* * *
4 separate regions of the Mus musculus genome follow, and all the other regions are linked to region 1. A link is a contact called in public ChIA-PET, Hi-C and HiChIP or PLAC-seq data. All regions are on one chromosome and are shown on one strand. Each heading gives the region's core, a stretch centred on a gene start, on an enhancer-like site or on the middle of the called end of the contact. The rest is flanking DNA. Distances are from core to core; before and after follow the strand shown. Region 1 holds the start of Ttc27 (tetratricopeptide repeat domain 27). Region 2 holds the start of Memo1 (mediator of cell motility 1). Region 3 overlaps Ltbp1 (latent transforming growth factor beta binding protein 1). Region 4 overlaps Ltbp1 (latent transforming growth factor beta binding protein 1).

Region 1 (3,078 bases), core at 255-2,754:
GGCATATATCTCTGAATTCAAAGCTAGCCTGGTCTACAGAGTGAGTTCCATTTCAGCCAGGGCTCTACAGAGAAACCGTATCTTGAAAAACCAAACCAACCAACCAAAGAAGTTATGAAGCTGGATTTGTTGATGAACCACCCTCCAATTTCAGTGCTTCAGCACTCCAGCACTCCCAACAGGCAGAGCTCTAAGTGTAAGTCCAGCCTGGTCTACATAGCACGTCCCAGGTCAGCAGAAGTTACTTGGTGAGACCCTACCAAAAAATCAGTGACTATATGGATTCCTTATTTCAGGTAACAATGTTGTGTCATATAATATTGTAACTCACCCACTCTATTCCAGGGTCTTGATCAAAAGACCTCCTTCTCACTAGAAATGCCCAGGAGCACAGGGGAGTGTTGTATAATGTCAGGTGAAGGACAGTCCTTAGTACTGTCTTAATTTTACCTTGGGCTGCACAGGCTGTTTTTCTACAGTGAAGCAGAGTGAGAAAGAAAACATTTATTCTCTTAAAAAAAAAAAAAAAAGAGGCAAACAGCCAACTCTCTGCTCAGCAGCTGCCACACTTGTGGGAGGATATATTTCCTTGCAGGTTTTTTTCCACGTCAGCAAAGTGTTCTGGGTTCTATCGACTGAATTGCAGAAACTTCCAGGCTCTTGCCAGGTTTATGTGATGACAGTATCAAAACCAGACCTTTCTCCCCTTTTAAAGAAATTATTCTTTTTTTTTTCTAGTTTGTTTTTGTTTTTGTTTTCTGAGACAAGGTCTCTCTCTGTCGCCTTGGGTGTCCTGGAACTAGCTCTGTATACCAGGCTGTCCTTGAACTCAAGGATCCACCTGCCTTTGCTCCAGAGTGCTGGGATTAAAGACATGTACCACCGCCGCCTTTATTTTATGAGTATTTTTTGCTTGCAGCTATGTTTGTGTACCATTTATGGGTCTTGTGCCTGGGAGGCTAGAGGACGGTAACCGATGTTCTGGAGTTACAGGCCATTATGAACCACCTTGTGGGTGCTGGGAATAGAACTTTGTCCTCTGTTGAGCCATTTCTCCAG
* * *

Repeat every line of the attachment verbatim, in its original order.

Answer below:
4 separate regions of the Mus musculus genome follow, and all the other regions are linked to region 1. A link is a contact called in public ChIA-PET, Hi-C and HiChIP or PLAC-seq data. All regions are on one chromosome and are shown on one strand. Each heading gives the region's core, a stretch centred on a gene start, on an enhancer-like site or on the middle of the called end of the contact. The rest is flanking DNA. Distances are from core to core; before and after follow the strand shown. Region 1 holds the start of Ttc27 (tetratricopeptide repeat domain 27). Region 2 holds the start of Memo1 (mediator of cell motility 1). Region 3 overlaps Ltbp1 (latent transforming growth factor beta binding protein 1). Region 4 overlaps Ltbp1 (latent transforming growth factor beta binding protein 1).

Region 1 (3,078 bases), core at 255-2,754:
GGCATATATCTCTGAATTCAAAGCTAGCCTGGTCTACAGAGTGAGTTCCATTTCAGCCAGGGCTCTACAGAGAAACCGTATCTTGAAAAACCAAACCAACCAACCAAAGAAGTTATGAAGCTGGATTTGTTGATGAACCACCCTCCAATTTCAGTGCTTCAGCACTCCAGCACTCCCAACAGGCAGAGCTCTAAGTGTAAGTCCAGCCTGGTCTACATAGCACGTCCCAGGTCAGCAGAAGTTACTTGGTGAGACCCTACCAAAAAATCAGTGACTATATGGATTCCTTATTTCAGGTAACAATGTTGTGTCATATAATATTGTAACTCACCCACTCTATTCCAGGGTCTTGATCAAAAGACCTCCTTCTCACTAGAAATGCCCAGGAGCACAGGGGAGTGTTGTATAATGTCAGGTGAAGGACAGTCCTTAGTACTGTCTTAATTTTACCTTGGGCTGCACAGGCTGTTTTTCTACAGTGAAGCAGAGTGAGAAAGAAAACATTTATTCTCTTAAAAAAAAAAAAAAAAGAGGCAAACAGCCAACTCTCTGCTCAGCAGCTGCCACACTTGTGGGAGGATATATTTCCTTGCAGGTTTTTTTCCACGTCAGCAAAGTGTTCTGGGTTCTATCGACTGAATTGCAGAAACTTCCAGGCTCTTGCCAGGTTTATGTGATGACAGTATCAAAACCAGACCTTTCTCCCCTTTTAAAGAAATTATTCTTTTTTTTTTCTAGTTTGTTTTTGTTTTTGTTTTCTGAGACAAGGTCTCTCTCTGTCGCCTTGGGTGTCCTGGAACTAGCTCTGTATACCAGGCTGTCCTTGAACTCAAGGATCCACCTGCCTTTGCTCCAGAGTGCTGGGATTAAAGACATGTACCACCGCCGCCTTTATTTTATGAGTATTTTTTGCTTGCAGCTATGTTTGTGTACCATTTATGGGTCTTGTGCCTGGGAGGCTAGAGGACGGTAACCGATGTTCTGGAGTTACAGGCCATTATGAACCACCTTGTGGGTGCTGGGAATAGAACTTTGTCCTCTGTTGAGCCATTTCTCCAG